Hard to figure those Cardinals out. They continued their dominance over the first-place Reds with a 3-2 win last night, putting an end to their five-game losing streak. They are now 11-5 against Cincinnati this season, however they have just five wins against teams not named the Reds since August 6. Alas, they are currently seven games back in the NL Central and 5 1/2 games behind the Phillies for the Wild Card.
The odds of the Cardinals making the postseason are still a meager 12.4 percent, according to Baseball Prospectus, but Jamie Garcia is cementing his place for the National League Rookie of the Year award. He allowed two runs over 6 2/3 innings last night, improving to 13-6 on the year. The 24-year-old left-hander currently ranks eighth in the league in wins and sixth with a 2.35 ERA through 26 starts.
Just with my cursory research, I’ve found that Garcia is currently on pace for the lowest ERA by a rookie starting pitcher (at least among those who qualify for the ERA title) since Mark Fidrych led the American League with a 2.34 ERA in 1976. That’s something pretty special.
The National League has a host of outstanding rookies this season, including Buster Posey, Jason Heyward, Starlin Castro, Gaby Sanchez, Jonny Venters and Jon Niese, just to name a few. If they were in the American League, each of them would have a legitimate case to win the hardware. But unless Garcia really stumbles over his last few starts here, he should have this thing locked up.
The Nationals were expected to activate outfielder Bryce Harper from the 10-day disabled list in advance of Monday’s series opener in Philadelphia, but they did not because Harper woke up with flulike symptoms, Jorge Castillo of the Washington Post reports. It doesn’t have anything to do with the knee injury which sent him to the DL last month or the ensuing rehab, he adds.
Rain had fallen in Washington, D.C. on August 12 ahead of the Nationals’ game against the Giants. Harper attempted to beat out a ground out to first base but slipped on the wet first base bag and was later diagnosed with a bone bruise in his left knee.
Harper was in the midst of a great season prior to the injury, perhaps one that would have led to an NL MVP Award. When he comes back, he’ll do what he can to pad his .326/.419/.614 slash line along with 29 home runs, 87 RBI, and 92 runs scored in 472 plate appearances. The Nationals are just concerned with getting him back in the flow of things in time for the playoffs. They have seven games remaining in the regular season.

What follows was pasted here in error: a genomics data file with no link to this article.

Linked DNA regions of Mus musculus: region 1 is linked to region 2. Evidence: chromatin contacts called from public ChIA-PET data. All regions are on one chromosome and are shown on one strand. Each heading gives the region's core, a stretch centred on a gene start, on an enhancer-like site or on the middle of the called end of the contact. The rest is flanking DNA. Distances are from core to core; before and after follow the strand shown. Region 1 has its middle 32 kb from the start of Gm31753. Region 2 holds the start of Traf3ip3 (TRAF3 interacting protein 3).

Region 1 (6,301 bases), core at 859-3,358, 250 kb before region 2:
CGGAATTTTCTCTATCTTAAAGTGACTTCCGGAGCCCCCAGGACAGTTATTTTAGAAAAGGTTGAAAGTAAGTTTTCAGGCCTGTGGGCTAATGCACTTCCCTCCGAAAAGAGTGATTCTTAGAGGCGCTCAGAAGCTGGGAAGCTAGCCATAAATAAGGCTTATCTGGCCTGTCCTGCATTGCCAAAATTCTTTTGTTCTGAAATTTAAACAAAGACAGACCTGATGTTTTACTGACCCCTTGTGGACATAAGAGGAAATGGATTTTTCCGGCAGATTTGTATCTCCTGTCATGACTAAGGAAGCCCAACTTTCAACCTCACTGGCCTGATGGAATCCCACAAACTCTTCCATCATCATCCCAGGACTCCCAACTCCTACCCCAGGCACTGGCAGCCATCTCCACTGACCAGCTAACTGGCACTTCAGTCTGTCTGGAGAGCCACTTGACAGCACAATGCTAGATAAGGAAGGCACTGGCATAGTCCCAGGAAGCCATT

Rays pitcher Chris Archer doesn’t see himself joining Athletics catcher Bruce Maxwell‘s protest any time soon, Gabe Lacques of USA TODAY Sports reports. Archer said, “From the feedback that I’ve gotten from my teammates, I don’t think it would be the best thing to do for me, at this time. I agree with the message. I believe in equality.”
Archer continued, “I don’t want to offend anybody. No matter how you explain it or justify it, some people just can’t get past the military element of it and it’s not something I want to do, is ruffle my teammates’ feathers on my personal views that have nothing to do with baseball.”
Archer did express admiration for the way Maxwell handled his situation. The right-hander said, “The way he went about it was totally, I think, as respectful as possible, just letting everybody know that this doesn’t have anything to do with the military, first and foremost, noting that he has family members that are in the military. It’s a little bit tougher for baseball players to make that leap, but I think he was the right person to do it.”
Maxwell recently became the first baseball player to kneel as the national anthem was sung, a method of protest popularized by quarterback Colin Kaepernick. As Craig explained yesterday, baseball’s hierarchical culture has proven to be a strong deterrent for players to express their unpopular opinions. We can certainly see that in Archer’s justification. Archer was one of 62 African Americans on the Opening Day roster across 30 major league clubs (750 total players, 8.3%).